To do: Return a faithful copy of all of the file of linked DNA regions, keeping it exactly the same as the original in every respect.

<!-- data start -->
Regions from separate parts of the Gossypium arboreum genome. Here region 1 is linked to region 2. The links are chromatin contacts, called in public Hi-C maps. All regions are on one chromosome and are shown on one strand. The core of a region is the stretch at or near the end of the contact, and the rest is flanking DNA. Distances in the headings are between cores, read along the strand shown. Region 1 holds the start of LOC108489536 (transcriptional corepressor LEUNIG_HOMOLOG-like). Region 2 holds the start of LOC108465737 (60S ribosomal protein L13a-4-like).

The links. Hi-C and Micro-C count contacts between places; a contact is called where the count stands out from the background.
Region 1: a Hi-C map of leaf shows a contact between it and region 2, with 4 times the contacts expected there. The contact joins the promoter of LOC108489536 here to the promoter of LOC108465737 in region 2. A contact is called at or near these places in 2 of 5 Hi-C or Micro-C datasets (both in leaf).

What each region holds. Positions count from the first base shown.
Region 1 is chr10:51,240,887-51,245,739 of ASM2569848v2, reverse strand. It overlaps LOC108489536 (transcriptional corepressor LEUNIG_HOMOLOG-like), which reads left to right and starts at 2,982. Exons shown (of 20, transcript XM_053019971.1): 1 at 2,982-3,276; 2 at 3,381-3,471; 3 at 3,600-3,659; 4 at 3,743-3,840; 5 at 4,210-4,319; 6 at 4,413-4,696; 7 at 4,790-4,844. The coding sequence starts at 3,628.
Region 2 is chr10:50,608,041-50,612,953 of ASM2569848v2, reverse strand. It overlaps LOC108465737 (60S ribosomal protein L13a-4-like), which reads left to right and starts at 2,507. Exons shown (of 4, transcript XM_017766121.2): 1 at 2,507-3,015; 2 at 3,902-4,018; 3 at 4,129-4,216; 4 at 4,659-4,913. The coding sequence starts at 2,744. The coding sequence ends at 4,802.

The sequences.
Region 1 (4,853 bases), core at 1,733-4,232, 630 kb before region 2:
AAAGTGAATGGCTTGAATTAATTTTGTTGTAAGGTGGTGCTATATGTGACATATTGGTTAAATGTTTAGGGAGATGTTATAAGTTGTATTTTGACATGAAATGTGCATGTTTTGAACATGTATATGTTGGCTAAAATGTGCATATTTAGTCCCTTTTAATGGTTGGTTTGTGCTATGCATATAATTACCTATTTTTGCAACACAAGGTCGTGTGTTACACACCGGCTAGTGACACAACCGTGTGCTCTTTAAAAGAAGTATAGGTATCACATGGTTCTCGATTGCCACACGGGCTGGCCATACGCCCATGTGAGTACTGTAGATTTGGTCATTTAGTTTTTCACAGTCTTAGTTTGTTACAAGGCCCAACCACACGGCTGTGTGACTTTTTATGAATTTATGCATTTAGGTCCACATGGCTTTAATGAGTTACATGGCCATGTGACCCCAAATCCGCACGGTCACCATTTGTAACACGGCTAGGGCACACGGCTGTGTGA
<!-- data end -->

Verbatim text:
Regions from separate parts of the Gossypium arboreum genome. Here region 1 is linked to region 2. The links are chromatin contacts, called in public Hi-C maps. All regions are on one chromosome and are shown on one strand. The core of a region is the stretch at or near the end of the contact, and the rest is flanking DNA. Distances in the headings are between cores, read along the strand shown. Region 1 holds the start of LOC108489536 (transcriptional corepressor LEUNIG_HOMOLOG-like). Region 2 holds the start of LOC108465737 (60S ribosomal protein L13a-4-like).

The links. Hi-C and Micro-C count contacts between places; a contact is called where the count stands out from the background.
Region 1: a Hi-C map of leaf shows a contact between it and region 2, with 4 times the contacts expected there. The contact joins the promoter of LOC108489536 here to the promoter of LOC108465737 in region 2. A contact is called at or near these places in 2 of 5 Hi-C or Micro-C datasets (both in leaf).

What each region holds. Positions count from the first base shown.
Region 1 is chr10:51,240,887-51,245,739 of ASM2569848v2, reverse strand. It overlaps LOC108489536 (transcriptional corepressor LEUNIG_HOMOLOG-like), which reads left to right and starts at 2,982. Exons shown (of 20, transcript XM_053019971.1): 1 at 2,982-3,276; 2 at 3,381-3,471; 3 at 3,600-3,659; 4 at 3,743-3,840; 5 at 4,210-4,319; 6 at 4,413-4,696; 7 at 4,790-4,844. The coding sequence starts at 3,628.
Region 2 is chr10:50,608,041-50,612,953 of ASM2569848v2, reverse strand. It overlaps LOC108465737 (60S ribosomal protein L13a-4-like), which reads left to right and starts at 2,507. Exons shown (of 4, transcript XM_017766121.2): 1 at 2,507-3,015; 2 at 3,902-4,018; 3 at 4,129-4,216; 4 at 4,659-4,913. The coding sequence starts at 2,744. The coding sequence ends at 4,802.

The sequences.
Region 1 (4,853 bases), core at 1,733-4,232, 630 kb before region 2:
AAAGTGAATGGCTTGAATTAATTTTGTTGTAAGGTGGTGCTATATGTGACATATTGGTTAAATGTTTAGGGAGATGTTATAAGTTGTATTTTGACATGAAATGTGCATGTTTTGAACATGTATATGTTGGCTAAAATGTGCATATTTAGTCCCTTTTAATGGTTGGTTTGTGCTATGCATATAATTACCTATTTTTGCAACACAAGGTCGTGTGTTACACACCGGCTAGTGACACAACCGTGTGCTCTTTAAAAGAAGTATAGGTATCACATGGTTCTCGATTGCCACACGGGCTGGCCATACGCCCATGTGAGTACTGTAGATTTGGTCATTTAGTTTTTCACAGTCTTAGTTTGTTACAAGGCCCAACCACACGGCTGTGTGACTTTTTATGAATTTATGCATTTAGGTCCACATGGCTTTAATGAGTTACATGGCCATGTGACCCCAAATCCGCACGGTCACCATTTGTAACACGGCTAGGGCACACGGCTGTGTGA